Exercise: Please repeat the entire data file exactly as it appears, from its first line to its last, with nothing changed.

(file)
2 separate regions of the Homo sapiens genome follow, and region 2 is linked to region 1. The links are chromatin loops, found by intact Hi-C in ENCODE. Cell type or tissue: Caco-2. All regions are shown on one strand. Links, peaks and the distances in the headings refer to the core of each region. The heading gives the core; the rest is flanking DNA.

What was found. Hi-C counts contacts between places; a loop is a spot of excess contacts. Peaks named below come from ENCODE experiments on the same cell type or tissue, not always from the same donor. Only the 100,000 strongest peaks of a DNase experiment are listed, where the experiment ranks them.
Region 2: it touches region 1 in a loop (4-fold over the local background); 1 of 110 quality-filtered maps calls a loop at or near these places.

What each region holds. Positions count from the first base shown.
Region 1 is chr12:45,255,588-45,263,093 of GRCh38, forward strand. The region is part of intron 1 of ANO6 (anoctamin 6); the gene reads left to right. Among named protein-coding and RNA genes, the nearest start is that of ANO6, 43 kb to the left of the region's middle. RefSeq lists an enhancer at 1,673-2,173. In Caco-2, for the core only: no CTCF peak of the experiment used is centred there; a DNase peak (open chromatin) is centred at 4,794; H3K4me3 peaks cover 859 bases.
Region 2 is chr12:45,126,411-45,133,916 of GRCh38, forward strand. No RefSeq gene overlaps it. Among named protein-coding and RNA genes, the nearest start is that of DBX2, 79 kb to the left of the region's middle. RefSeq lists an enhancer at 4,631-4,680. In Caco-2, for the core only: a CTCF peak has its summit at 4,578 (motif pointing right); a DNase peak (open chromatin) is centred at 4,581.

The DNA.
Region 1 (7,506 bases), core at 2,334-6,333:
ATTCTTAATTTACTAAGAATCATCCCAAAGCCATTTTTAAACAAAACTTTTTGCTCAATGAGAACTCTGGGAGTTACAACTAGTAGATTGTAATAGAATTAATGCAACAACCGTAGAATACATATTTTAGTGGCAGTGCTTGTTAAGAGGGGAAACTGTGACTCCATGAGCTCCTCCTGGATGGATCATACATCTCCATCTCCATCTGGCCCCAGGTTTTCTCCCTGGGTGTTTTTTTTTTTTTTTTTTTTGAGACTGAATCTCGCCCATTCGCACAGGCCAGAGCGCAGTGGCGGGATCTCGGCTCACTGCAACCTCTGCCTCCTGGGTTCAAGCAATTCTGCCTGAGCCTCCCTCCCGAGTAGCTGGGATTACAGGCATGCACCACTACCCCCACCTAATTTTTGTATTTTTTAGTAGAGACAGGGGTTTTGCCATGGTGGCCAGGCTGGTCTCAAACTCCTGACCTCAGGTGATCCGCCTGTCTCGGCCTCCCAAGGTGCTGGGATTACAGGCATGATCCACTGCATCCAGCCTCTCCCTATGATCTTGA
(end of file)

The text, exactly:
2 separate regions of the Homo sapiens genome follow, and region 2 is linked to region 1. The links are chromatin loops, found by intact Hi-C in ENCODE. Cell type or tissue: Caco-2. All regions are shown on one strand. Links, peaks and the distances in the headings refer to the core of each region. The heading gives the core; the rest is flanking DNA.

What was found. Hi-C counts contacts between places; a loop is a spot of excess contacts. Peaks named below come from ENCODE experiments on the same cell type or tissue, not always from the same donor. Only the 100,000 strongest peaks of a DNase experiment are listed, where the experiment ranks them.
Region 2: it touches region 1 in a loop (4-fold over the local background); 1 of 110 quality-filtered maps calls a loop at or near these places.

What each region holds. Positions count from the first base shown.
Region 1 is chr12:45,255,588-45,263,093 of GRCh38, forward strand. The region is part of intron 1 of ANO6 (anoctamin 6); the gene reads left to right. Among named protein-coding and RNA genes, the nearest start is that of ANO6, 43 kb to the left of the region's middle. RefSeq lists an enhancer at 1,673-2,173. In Caco-2, for the core only: no CTCF peak of the experiment used is centred there; a DNase peak (open chromatin) is centred at 4,794; H3K4me3 peaks cover 859 bases.
Region 2 is chr12:45,126,411-45,133,916 of GRCh38, forward strand. No RefSeq gene overlaps it. Among named protein-coding and RNA genes, the nearest start is that of DBX2, 79 kb to the left of the region's middle. RefSeq lists an enhancer at 4,631-4,680. In Caco-2, for the core only: a CTCF peak has its summit at 4,578 (motif pointing right); a DNase peak (open chromatin) is centred at 4,581.

The DNA.
Region 1 (7,506 bases), core at 2,334-6,333:
ATTCTTAATTTACTAAGAATCATCCCAAAGCCATTTTTAAACAAAACTTTTTGCTCAATGAGAACTCTGGGAGTTACAACTAGTAGATTGTAATAGAATTAATGCAACAACCGTAGAATACATATTTTAGTGGCAGTGCTTGTTAAGAGGGGAAACTGTGACTCCATGAGCTCCTCCTGGATGGATCATACATCTCCATCTCCATCTGGCCCCAGGTTTTCTCCCTGGGTGTTTTTTTTTTTTTTTTTTTTGAGACTGAATCTCGCCCATTCGCACAGGCCAGAGCGCAGTGGCGGGATCTCGGCTCACTGCAACCTCTGCCTCCTGGGTTCAAGCAATTCTGCCTGAGCCTCCCTCCCGAGTAGCTGGGATTACAGGCATGCACCACTACCCCCACCTAATTTTTGTATTTTTTAGTAGAGACAGGGGTTTTGCCATGGTGGCCAGGCTGGTCTCAAACTCCTGACCTCAGGTGATCCGCCTGTCTCGGCCTCCCAAGGTGCTGGGATTACAGGCATGATCCACTGCATCCAGCCTCTCCCTATGATCTTGA